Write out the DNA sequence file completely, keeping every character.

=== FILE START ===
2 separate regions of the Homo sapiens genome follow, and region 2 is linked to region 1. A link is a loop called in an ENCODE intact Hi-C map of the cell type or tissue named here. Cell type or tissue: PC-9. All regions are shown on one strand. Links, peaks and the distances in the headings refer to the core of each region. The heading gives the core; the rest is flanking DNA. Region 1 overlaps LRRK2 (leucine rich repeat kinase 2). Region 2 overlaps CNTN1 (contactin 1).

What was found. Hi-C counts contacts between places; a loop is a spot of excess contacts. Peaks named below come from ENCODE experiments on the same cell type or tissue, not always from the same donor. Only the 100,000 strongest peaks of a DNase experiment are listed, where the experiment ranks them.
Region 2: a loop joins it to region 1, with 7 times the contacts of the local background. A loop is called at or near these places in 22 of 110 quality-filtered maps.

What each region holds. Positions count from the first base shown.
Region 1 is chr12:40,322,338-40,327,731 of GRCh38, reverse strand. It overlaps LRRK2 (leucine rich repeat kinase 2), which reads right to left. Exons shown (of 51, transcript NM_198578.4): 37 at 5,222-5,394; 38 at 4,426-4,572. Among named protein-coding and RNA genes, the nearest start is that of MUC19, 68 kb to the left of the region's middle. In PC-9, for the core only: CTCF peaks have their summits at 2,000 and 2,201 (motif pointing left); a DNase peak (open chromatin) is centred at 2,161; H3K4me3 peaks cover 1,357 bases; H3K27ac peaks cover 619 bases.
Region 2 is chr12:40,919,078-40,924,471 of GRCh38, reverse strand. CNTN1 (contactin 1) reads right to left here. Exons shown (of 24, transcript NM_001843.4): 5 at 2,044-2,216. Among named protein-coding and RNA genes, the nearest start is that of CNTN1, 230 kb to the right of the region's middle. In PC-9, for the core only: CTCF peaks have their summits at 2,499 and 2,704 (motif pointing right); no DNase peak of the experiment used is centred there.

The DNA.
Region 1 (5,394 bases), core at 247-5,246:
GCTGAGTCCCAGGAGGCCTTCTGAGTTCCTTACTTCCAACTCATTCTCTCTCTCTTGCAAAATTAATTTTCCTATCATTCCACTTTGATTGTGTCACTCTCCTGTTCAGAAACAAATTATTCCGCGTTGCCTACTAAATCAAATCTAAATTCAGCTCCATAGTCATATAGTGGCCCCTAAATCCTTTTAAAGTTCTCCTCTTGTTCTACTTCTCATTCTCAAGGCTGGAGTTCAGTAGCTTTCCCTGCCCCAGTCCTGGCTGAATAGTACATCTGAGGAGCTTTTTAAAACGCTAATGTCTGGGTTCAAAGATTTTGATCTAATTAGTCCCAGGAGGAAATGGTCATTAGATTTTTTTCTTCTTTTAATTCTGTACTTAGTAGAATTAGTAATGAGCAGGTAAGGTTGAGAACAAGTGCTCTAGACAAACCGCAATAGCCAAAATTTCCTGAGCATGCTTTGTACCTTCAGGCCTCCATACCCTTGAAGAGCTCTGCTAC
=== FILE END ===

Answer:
2 separate regions of the Homo sapiens genome follow, and region 2 is linked to region 1. A link is a loop called in an ENCODE intact Hi-C map of the cell type or tissue named here. Cell type or tissue: PC-9. All regions are shown on one strand. Links, peaks and the distances in the headings refer to the core of each region. The heading gives the core; the rest is flanking DNA. Region 1 overlaps LRRK2 (leucine rich repeat kinase 2). Region 2 overlaps CNTN1 (contactin 1).

What was found. Hi-C counts contacts between places; a loop is a spot of excess contacts. Peaks named below come from ENCODE experiments on the same cell type or tissue, not always from the same donor. Only the 100,000 strongest peaks of a DNase experiment are listed, where the experiment ranks them.
Region 2: a loop joins it to region 1, with 7 times the contacts of the local background. A loop is called at or near these places in 22 of 110 quality-filtered maps.

What each region holds. Positions count from the first base shown.
Region 1 is chr12:40,322,338-40,327,731 of GRCh38, reverse strand. It overlaps LRRK2 (leucine rich repeat kinase 2), which reads right to left. Exons shown (of 51, transcript NM_198578.4): 37 at 5,222-5,394; 38 at 4,426-4,572. Among named protein-coding and RNA genes, the nearest start is that of MUC19, 68 kb to the left of the region's middle. In PC-9, for the core only: CTCF peaks have their summits at 2,000 and 2,201 (motif pointing left); a DNase peak (open chromatin) is centred at 2,161; H3K4me3 peaks cover 1,357 bases; H3K27ac peaks cover 619 bases.
Region 2 is chr12:40,919,078-40,924,471 of GRCh38, reverse strand. CNTN1 (contactin 1) reads right to left here. Exons shown (of 24, transcript NM_001843.4): 5 at 2,044-2,216. Among named protein-coding and RNA genes, the nearest start is that of CNTN1, 230 kb to the right of the region's middle. In PC-9, for the core only: CTCF peaks have their summits at 2,499 and 2,704 (motif pointing right); no DNase peak of the experiment used is centred there.

The DNA.
Region 1 (5,394 bases), core at 247-5,246:
GCTGAGTCCCAGGAGGCCTTCTGAGTTCCTTACTTCCAACTCATTCTCTCTCTCTTGCAAAATTAATTTTCCTATCATTCCACTTTGATTGTGTCACTCTCCTGTTCAGAAACAAATTATTCCGCGTTGCCTACTAAATCAAATCTAAATTCAGCTCCATAGTCATATAGTGGCCCCTAAATCCTTTTAAAGTTCTCCTCTTGTTCTACTTCTCATTCTCAAGGCTGGAGTTCAGTAGCTTTCCCTGCCCCAGTCCTGGCTGAATAGTACATCTGAGGAGCTTTTTAAAACGCTAATGTCTGGGTTCAAAGATTTTGATCTAATTAGTCCCAGGAGGAAATGGTCATTAGATTTTTTTCTTCTTTTAATTCTGTACTTAGTAGAATTAGTAATGAGCAGGTAAGGTTGAGAACAAGTGCTCTAGACAAACCGCAATAGCCAAAATTTCCTGAGCATGCTTTGTACCTTCAGGCCTCCATACCCTTGAAGAGCTCTGCTAC